What do you do when you encounter foods that you DON’T like? I’m asking , because I sometimes face this situation. Take for instance, theseEggplant to be used in my freezer friendly beef & eggplant lasagna

American globe eggplants. They are, to my eyes, lovely.  But to my taste buds, not so much.  I don’t care for their spongy texture.  So I follow the  advice I give parents of children who dislike vegetables: keep on trying, but  prepare them different ways. Today, I’m taking  eggplant outside of where we’ve ever been.  First, I ‘m thinnly slicing them lengthwise, then roasting to get a roasty charry goodness going. Now, into my lasagna… btw I am making two because if I’m going to the trouble of making lasagna, I ‘m going to get an extra meal in the freezer for that day when I don’t want to cook.  Talk about a #twoforone, this month’s Recipe Redux theme just happens to be: Fantastic Freezer Meals.  September is the  perfect time to remind those of us with gardens and  those who chose to eat according to the seasons, that tomatoes, summer squash, corn and eggplant are starting to fade.  If you want to enjoy the bounty of summer longer, use them in dishes you can freeze for later. Here is the result of my lasagna made with my  not so favorite summer vegetable.. and the taste testing begins..Freezer Friendly Beef & Eggplant Lasagna

Can you hear my sigh of relief over the internet? It  tastes as good as it looks! Be sure to visit the links at the bottom of this post to find more recipe ideas for heat -and -eat freezer meals.

 

Beef and Eggplant Lasagna

by Diane Boyd

Ingredients (make 2 pans of lasagna, each pan 6 servings)

  • 3 pounds eggplant, thinnly sliced lengthwise (1/4 inch)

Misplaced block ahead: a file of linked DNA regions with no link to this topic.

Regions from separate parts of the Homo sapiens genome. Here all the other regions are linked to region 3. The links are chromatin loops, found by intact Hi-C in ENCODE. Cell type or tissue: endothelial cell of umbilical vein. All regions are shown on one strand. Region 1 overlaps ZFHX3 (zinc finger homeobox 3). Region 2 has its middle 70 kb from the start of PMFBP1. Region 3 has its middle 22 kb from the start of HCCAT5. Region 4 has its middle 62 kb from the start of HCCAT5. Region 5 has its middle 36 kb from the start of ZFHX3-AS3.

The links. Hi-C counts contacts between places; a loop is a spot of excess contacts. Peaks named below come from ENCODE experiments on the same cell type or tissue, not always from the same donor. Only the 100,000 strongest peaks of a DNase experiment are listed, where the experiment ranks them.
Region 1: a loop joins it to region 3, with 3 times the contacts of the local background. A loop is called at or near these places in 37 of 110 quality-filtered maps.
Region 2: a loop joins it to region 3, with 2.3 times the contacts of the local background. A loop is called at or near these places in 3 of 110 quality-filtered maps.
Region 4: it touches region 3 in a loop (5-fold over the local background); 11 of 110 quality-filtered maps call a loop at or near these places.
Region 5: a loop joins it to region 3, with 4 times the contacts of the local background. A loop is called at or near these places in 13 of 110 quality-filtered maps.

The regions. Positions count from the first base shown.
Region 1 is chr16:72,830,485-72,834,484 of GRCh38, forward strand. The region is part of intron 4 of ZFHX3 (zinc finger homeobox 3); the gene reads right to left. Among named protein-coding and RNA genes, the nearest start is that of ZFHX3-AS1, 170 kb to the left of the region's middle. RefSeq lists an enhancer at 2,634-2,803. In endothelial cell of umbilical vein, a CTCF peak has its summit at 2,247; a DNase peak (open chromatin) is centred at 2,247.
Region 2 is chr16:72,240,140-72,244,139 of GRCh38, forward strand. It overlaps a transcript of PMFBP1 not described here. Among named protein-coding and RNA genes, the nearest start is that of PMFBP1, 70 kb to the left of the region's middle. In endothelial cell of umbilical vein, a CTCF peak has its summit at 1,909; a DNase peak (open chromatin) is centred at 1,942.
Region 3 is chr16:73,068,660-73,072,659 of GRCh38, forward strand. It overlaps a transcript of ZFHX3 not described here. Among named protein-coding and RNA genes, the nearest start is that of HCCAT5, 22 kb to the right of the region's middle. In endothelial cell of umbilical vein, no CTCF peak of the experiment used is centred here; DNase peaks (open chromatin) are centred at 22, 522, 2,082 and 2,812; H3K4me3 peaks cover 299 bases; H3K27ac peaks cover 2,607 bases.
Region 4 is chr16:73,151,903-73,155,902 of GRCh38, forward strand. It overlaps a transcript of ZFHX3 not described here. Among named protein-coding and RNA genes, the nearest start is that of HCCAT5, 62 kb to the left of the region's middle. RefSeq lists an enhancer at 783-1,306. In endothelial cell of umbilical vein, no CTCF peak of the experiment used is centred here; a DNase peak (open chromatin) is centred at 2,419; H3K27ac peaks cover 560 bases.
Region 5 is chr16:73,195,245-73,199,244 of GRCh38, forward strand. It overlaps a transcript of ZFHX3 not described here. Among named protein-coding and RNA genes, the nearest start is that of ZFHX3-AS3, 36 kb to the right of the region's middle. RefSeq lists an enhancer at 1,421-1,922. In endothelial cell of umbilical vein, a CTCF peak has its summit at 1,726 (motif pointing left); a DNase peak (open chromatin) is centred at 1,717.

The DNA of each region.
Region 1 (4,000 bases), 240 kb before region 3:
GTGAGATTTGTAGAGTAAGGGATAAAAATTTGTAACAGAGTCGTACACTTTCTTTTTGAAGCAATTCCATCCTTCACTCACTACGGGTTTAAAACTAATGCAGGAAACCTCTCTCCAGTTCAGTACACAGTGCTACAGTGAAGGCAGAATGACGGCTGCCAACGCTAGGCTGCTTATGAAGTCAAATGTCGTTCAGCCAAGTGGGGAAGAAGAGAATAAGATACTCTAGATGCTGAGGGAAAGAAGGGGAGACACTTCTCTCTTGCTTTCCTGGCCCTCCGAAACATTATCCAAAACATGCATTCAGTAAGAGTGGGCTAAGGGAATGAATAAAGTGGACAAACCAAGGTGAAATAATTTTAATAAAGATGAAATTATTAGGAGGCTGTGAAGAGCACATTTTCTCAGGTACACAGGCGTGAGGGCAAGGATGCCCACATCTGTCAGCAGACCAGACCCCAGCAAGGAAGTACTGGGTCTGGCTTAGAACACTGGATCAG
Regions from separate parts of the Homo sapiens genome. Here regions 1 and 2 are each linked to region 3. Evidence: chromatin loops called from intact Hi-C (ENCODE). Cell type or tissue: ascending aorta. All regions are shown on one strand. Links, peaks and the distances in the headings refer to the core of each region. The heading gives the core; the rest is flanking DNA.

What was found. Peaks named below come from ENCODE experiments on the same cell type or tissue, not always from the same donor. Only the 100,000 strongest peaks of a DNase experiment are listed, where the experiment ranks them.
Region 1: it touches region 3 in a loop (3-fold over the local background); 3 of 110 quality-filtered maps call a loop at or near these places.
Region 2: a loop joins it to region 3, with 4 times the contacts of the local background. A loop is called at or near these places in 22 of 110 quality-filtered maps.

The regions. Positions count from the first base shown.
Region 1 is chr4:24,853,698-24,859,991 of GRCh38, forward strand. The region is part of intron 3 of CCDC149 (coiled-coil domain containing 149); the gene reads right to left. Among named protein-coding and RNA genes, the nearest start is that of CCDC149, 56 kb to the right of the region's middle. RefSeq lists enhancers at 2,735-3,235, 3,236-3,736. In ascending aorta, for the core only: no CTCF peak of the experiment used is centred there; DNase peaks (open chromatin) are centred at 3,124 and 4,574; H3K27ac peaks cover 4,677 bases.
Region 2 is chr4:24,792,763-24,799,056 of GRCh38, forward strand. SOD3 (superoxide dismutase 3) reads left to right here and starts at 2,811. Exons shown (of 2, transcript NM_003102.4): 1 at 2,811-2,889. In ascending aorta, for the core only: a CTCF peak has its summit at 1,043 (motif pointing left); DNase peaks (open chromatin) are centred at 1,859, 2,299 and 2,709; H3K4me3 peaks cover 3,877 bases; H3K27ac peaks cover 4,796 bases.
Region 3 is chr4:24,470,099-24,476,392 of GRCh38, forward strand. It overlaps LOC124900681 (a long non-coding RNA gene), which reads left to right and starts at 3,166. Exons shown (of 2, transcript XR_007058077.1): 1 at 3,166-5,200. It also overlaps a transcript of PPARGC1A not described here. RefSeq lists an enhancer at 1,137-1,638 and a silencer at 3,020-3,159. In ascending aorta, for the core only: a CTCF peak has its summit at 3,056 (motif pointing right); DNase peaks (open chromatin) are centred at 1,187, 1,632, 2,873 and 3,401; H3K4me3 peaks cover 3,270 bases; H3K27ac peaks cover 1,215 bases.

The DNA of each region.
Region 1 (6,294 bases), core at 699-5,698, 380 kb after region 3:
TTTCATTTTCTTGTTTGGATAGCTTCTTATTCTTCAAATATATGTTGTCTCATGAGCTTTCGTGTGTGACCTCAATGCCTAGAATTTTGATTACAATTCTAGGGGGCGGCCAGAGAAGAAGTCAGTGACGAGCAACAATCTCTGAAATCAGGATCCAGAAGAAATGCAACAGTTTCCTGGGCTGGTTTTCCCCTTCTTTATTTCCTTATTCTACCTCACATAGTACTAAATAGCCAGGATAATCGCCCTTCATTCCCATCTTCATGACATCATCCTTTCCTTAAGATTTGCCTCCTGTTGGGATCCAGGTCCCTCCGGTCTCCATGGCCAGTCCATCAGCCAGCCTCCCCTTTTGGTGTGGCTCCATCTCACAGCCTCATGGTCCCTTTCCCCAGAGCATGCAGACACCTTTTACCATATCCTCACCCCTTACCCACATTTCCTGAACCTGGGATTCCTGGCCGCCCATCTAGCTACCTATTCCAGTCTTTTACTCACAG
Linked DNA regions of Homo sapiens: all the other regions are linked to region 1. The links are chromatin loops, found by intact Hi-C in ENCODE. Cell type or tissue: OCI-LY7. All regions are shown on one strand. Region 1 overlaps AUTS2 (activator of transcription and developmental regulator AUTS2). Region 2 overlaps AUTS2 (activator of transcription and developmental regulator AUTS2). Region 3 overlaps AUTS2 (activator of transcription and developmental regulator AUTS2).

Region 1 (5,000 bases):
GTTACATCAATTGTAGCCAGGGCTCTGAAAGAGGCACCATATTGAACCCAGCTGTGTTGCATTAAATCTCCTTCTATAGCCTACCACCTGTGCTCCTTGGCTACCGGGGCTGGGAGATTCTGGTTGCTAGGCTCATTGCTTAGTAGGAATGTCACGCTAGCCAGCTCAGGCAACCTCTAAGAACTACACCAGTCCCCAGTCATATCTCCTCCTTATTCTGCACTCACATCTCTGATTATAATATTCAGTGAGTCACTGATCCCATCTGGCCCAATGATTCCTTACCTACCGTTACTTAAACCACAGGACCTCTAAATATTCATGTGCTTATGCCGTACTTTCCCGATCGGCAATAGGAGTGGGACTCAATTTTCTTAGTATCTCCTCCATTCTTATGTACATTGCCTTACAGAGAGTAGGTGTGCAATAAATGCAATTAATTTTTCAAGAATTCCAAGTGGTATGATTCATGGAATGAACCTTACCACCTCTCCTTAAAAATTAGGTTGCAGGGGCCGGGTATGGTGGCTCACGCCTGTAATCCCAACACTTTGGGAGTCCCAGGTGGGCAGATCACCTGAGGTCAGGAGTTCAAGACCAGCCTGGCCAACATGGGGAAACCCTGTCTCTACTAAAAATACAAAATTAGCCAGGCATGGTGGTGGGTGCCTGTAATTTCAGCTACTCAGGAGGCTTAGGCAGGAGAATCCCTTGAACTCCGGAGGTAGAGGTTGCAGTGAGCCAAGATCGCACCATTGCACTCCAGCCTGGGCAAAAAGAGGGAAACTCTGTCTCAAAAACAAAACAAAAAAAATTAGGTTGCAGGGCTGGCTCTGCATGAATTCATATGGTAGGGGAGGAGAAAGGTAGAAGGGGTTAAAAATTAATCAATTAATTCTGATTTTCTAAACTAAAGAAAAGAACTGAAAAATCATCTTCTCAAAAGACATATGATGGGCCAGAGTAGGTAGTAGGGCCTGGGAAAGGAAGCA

• cooking spray
  • coarse salt and ground peppger
  • 2 pounds lean ground beef
  • 2/3 cup fresh basil
  • 4 tablespoons fresh oregano
  • 10 cups prepared marinara sauce
  • 16 oven ready lasagna noodles
  • 2 1/2 cup grated Parmesan cheese

Instructions

1. Preheat oven to 400 degrees F.

2. Arrange sliced eggplant on a single layer on 2 sheets pans. Spray  both sides using cooking spray  and season with salt and pepper. Roast the eggplant until it is soft and golden. Turn slices halfway through, about 15 minutes. Let sheet cool on a wire rack.

3. Meanwhile, in a large skillet coated with cooking spray, add beef and cook, stirring occassionally until no longer pink. Add basil, oregano and season with salt and pepper to taste. Cook, stirring occasionally until fragrant, 3 minutes. Remove from heat.

3. Turn oven down to 375 degrees F. Spread 1 cup of sauce in the bottom of an 8 inch baking dish. Top with 2 noodles. Layer with one quarter of the beef, then 1 cup sauce and 1/4 cup Parmesan cheese. Top with 2 more noodles, one quarter of the  eggplant, 1 cup sauce and 1/4 cup Parmesan cheese. Repeat layers with the remaining ingredients, reserving the last 1/4 cup Parmesan. Cover lasagna loosely with foil and and bake on top rack until sauce bubbles, 35-40 minutes. (Place a rimmed baking sheet on middle rack to catch any drippings.) Remove lasagna from oven and heat broiler. Sprinkled with reserved Parmesan and broil until cheese is browned and bubbling, 3 minutes. Let cool 20 minutes before slicing.

For second lasagna: Line an 8 inch baking dish with non-stick heavy duty foil allowing several inches to extend over sides. Prepare lasagna as direct above but DO NOT BAKE. Remove lasagna from baking dish by holding edges of foil and lifting out of pan. Fold foil over lasagna and wrap with additional foil, making sure it is tightly sealed to keep air out. Freeze for up to one month.

TO BAKE SECOND LASAGNA: Remove from the freezer. Take out of foil wrap and place in an 8 inch baking dish coated wtih cooking spray. Cover and thaw overnight in the refrigerator. Bake, covered, in a 375 degree oven for about one hour or until heated through and sauce begins to bubble.